Will he go through with it? If he does, will anyone find him in time? As the next episode is part of the Holby crossover, it’s going to be dramatic.
For anyone feeling, like Iain, that everything is too much – there is help available.
(Series 33, ep. 22 by Rachel Paterson 2.2.19) There’s a proper Casualty review over at Metro, but one or two extra ponderings before you go.
– I really like the way Jan says Iain’s name in her Welsh accent, especially when she’s a bit cross with him. She did turn on him rather quickly, though, didn’t she? I suppose she was blinkered by maternal love for Nasty Ross. Charlie wasn’t fooled, though. Not only is he an excellent judge of staff, but he’s also been-there-done-that with waste of skin son Louis, so he knows a wrong ’un when he sees one.
– Michael Stevenson has been doing excellent work with what must have been a rather gruelling storyline. Iain’s speech to the DC about the drug victims he’d had to pick up in his job was really powerful.
– I think Ethan deleting Alicia’s number was just meant to be symbolic. As someone on Twitter pointed out, the next time she rings him her number will reappear on his phone again so it hasn’t gone forever, unless she never rings him again of course.
– I’m looking forward to Louise fighting the powers-that-be to protect her nurses. I love Louise when she’s having a good old righteous scowl at people.
My full review of this episode is over at Metro as usual. Before you go, I’ve a few random thoughts to add.
– Is Iain the unluckiest man ever to drive a Casualty ambulance? I expect you’d be able to give me a list of other unlucky paramedics (dear departed Jeff springs to mind – at least Iain is still alive), but even so – the poor lad has been through it, hasn’t he? I can’t help thinking Base’s death will tip him right over the edge, because Base was Iain’s project to help himself feel better for not saving Mia.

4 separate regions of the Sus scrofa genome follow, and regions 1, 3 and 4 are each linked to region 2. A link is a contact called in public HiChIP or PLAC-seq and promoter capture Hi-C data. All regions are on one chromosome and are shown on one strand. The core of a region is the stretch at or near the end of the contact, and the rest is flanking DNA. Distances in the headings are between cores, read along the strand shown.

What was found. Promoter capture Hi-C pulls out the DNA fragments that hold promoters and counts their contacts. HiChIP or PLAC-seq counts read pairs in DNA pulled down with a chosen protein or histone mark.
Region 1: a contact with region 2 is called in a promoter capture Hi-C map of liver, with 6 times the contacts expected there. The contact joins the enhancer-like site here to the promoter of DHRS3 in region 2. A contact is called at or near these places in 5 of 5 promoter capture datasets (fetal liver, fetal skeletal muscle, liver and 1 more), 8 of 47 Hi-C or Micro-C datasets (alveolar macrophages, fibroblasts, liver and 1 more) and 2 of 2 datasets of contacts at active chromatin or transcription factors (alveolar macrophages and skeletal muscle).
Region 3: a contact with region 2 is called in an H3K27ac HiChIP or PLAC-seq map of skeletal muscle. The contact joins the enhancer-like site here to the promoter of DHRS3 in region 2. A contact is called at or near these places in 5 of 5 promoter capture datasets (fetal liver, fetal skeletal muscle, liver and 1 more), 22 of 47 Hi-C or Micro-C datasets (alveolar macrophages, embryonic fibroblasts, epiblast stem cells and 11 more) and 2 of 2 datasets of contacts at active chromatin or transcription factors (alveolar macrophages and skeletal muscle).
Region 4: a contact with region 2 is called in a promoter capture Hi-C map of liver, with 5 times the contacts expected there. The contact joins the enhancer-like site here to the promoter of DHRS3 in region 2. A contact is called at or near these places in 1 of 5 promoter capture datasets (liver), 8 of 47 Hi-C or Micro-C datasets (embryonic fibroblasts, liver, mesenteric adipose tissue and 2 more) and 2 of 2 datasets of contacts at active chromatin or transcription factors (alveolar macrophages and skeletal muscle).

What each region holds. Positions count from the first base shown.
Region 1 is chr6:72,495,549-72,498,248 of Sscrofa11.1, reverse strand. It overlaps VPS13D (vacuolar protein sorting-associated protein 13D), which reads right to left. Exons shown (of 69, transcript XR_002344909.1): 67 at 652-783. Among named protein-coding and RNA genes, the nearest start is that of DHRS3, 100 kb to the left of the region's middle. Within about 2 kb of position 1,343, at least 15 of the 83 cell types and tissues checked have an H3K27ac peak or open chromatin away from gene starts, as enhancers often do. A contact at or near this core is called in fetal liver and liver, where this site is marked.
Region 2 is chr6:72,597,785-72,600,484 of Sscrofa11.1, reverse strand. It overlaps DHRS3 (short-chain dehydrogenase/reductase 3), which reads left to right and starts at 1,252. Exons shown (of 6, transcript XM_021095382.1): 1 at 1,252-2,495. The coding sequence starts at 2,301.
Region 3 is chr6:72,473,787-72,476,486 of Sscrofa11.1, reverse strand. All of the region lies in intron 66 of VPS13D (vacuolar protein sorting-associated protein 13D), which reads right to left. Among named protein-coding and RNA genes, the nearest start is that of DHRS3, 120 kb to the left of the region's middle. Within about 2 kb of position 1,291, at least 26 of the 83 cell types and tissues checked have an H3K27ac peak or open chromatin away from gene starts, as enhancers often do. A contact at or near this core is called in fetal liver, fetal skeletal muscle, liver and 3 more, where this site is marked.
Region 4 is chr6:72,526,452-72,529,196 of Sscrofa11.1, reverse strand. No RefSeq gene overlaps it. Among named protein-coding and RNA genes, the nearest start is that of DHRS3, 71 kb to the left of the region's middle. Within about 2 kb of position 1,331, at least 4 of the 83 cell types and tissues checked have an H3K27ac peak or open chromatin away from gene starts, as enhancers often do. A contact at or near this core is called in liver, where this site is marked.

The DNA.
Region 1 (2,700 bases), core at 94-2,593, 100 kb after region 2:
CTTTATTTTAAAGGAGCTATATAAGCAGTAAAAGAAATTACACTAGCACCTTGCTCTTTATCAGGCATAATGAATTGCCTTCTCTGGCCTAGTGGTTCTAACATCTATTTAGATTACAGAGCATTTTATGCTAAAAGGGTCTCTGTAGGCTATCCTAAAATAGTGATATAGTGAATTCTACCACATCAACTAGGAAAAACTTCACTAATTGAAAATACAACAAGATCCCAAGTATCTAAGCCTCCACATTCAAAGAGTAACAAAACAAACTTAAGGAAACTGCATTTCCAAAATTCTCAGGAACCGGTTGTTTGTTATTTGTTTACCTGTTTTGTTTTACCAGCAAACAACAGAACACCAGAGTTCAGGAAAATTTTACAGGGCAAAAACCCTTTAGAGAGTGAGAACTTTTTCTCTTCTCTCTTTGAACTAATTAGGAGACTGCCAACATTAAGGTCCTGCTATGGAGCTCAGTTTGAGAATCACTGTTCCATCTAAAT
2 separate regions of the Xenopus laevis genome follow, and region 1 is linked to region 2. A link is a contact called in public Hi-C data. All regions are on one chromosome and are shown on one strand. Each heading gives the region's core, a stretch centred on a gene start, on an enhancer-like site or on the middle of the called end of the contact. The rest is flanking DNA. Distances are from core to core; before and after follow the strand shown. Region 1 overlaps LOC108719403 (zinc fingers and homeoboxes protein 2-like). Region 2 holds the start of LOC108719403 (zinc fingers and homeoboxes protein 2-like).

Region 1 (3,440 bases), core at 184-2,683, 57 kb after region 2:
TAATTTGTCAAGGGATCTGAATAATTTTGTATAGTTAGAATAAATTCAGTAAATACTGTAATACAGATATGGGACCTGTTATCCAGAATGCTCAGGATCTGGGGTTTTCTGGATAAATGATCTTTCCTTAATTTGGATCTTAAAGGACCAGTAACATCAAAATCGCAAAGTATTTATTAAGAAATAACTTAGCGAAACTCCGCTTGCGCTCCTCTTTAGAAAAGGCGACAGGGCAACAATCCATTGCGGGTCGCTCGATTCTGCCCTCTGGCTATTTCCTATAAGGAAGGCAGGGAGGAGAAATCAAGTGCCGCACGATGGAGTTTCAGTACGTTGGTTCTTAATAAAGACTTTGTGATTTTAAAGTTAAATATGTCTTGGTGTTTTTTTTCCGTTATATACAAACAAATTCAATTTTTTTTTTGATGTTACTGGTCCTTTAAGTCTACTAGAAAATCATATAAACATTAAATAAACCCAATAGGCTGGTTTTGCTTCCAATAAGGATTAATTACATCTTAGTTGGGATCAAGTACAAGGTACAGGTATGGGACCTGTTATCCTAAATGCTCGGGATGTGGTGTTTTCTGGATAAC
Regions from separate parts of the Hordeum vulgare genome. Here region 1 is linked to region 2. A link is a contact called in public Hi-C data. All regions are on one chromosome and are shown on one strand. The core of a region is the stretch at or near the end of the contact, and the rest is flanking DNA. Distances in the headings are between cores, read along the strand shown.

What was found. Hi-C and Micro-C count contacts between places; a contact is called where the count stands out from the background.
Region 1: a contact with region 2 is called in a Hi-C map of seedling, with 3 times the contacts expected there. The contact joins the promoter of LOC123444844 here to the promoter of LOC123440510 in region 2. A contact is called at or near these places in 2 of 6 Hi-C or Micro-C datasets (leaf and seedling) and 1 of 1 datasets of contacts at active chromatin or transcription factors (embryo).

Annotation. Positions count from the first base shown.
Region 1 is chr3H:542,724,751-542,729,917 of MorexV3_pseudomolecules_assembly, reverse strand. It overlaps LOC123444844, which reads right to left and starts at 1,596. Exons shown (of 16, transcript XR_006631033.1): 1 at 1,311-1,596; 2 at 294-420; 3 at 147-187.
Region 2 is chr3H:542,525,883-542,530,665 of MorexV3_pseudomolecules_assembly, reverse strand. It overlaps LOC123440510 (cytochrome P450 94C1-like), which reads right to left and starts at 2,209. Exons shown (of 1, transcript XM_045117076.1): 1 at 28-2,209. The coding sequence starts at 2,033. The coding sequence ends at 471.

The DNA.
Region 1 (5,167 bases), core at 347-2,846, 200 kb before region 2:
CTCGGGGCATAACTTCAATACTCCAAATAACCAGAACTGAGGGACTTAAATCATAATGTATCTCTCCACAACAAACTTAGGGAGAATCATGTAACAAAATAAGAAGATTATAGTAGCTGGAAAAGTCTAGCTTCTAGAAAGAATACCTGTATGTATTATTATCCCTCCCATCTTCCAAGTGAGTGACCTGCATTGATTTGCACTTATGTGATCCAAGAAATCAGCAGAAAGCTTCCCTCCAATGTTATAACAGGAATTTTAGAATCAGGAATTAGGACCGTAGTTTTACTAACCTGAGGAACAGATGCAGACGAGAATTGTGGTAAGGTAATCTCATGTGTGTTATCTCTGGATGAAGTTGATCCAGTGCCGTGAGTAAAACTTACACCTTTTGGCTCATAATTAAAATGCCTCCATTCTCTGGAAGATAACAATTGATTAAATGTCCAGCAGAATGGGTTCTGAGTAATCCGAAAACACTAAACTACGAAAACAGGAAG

– The scene in the farm with gunshots spraying everywhere was extremely tense. Excellent work once again from Maddy Hill, who looked absolutely terrified.
– It’s always a bit weird when a surgeon from ‘upstairs’ appears and they’ve never even been mentioned on Holby City. I know they can’t have the Holby staff dashing over to Cardiff all the time, but I can’t help thinking that Andrew Ackroyd wouldn’t last five minutes in Jac Naylor’s department. She’d demolish him.
– Ernest Maxwell and Louise are very sweet together. I like how he’s a bit of a rogue but she sees his sweet side, and he brings out the best in her. I’m very worried that it’s not going to end well, though.
– Alicia’s moved fast on the house selling, hasn’t she? She must have taken quite a shine to Manchester.
(Series 33, ep. 5 by Jerome Bucchan-Nelson and Dana Fainaru 15.9.18) I’ve reviewed this week’s Casualty for Metro, so please head over there and take a look. First, some random thoughts.
– Asan N’Jie, who played Femi, has previously guested in Holby City in Series 19, ep. 23. When I spent some time in AAU as part of the research for the Holby book, he was the patient in the scene I saw being filmed. He was being intubated by Jasmine with help from Fletch and Morven. Needless to say, they didn’t really intubate him or he probably wouldn’t have agreed to be in Casualty.
– I wonder how Dylan’s going to react now he’s found out that Ciara is married?
– I also wonder how long Iain will hold out before he begins to love Ruby as much as I love her. There’ll probably be an episode where she has to do some ninja-level work in order to prove herself. And even that will have to be accompanied by Charlie Having A Word with Iain.
– Ethan has a heart of gold, but is he being a bit full-on with Alicia, do you think? I can’t quite decide. If it was anybody but Ethan you would probably think so. At any rate, I would not be happy about another person choosing the paint colour for my bedroom.